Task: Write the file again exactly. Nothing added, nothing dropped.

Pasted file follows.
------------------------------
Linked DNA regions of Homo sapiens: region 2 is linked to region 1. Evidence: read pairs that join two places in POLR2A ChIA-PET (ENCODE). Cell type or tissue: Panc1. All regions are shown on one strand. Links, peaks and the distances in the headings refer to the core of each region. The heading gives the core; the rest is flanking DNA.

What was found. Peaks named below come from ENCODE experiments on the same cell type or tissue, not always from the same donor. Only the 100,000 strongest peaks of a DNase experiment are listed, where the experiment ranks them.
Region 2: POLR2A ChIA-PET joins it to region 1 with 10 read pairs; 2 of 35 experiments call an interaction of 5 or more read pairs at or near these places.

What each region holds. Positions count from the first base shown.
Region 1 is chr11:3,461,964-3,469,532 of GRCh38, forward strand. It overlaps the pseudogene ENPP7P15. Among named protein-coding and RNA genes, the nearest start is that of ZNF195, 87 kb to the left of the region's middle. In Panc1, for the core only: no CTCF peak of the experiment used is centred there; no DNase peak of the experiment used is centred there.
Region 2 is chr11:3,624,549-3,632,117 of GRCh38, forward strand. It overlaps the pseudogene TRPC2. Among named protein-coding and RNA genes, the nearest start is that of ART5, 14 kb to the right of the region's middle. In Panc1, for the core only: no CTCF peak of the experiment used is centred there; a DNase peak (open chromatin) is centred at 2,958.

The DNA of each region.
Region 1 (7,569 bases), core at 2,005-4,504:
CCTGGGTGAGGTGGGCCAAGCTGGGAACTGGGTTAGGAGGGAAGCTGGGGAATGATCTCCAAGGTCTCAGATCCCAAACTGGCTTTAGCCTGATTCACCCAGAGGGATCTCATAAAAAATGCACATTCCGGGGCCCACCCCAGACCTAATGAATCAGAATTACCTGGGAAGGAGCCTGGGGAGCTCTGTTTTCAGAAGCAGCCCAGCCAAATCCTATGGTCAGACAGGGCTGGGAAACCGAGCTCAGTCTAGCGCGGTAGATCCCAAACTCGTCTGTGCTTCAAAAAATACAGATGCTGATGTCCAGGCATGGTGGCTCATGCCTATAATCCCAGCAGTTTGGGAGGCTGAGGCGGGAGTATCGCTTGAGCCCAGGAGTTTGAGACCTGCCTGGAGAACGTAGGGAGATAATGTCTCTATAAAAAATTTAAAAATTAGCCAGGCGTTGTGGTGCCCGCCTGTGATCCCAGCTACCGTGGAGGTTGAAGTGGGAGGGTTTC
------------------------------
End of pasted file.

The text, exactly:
Linked DNA regions of Homo sapiens: region 2 is linked to region 1. Evidence: read pairs that join two places in POLR2A ChIA-PET (ENCODE). Cell type or tissue: Panc1. All regions are shown on one strand. Links, peaks and the distances in the headings refer to the core of each region. The heading gives the core; the rest is flanking DNA.

What was found. Peaks named below come from ENCODE experiments on the same cell type or tissue, not always from the same donor. Only the 100,000 strongest peaks of a DNase experiment are listed, where the experiment ranks them.
Region 2: POLR2A ChIA-PET joins it to region 1 with 10 read pairs; 2 of 35 experiments call an interaction of 5 or more read pairs at or near these places.

What each region holds. Positions count from the first base shown.
Region 1 is chr11:3,461,964-3,469,532 of GRCh38, forward strand. It overlaps the pseudogene ENPP7P15. Among named protein-coding and RNA genes, the nearest start is that of ZNF195, 87 kb to the left of the region's middle. In Panc1, for the core only: no CTCF peak of the experiment used is centred there; no DNase peak of the experiment used is centred there.
Region 2 is chr11:3,624,549-3,632,117 of GRCh38, forward strand. It overlaps the pseudogene TRPC2. Among named protein-coding and RNA genes, the nearest start is that of ART5, 14 kb to the right of the region's middle. In Panc1, for the core only: no CTCF peak of the experiment used is centred there; a DNase peak (open chromatin) is centred at 2,958.

The DNA of each region.
Region 1 (7,569 bases), core at 2,005-4,504:
CCTGGGTGAGGTGGGCCAAGCTGGGAACTGGGTTAGGAGGGAAGCTGGGGAATGATCTCCAAGGTCTCAGATCCCAAACTGGCTTTAGCCTGATTCACCCAGAGGGATCTCATAAAAAATGCACATTCCGGGGCCCACCCCAGACCTAATGAATCAGAATTACCTGGGAAGGAGCCTGGGGAGCTCTGTTTTCAGAAGCAGCCCAGCCAAATCCTATGGTCAGACAGGGCTGGGAAACCGAGCTCAGTCTAGCGCGGTAGATCCCAAACTCGTCTGTGCTTCAAAAAATACAGATGCTGATGTCCAGGCATGGTGGCTCATGCCTATAATCCCAGCAGTTTGGGAGGCTGAGGCGGGAGTATCGCTTGAGCCCAGGAGTTTGAGACCTGCCTGGAGAACGTAGGGAGATAATGTCTCTATAAAAAATTTAAAAATTAGCCAGGCGTTGTGGTGCCCGCCTGTGATCCCAGCTACCGTGGAGGTTGAAGTGGGAGGGTTTC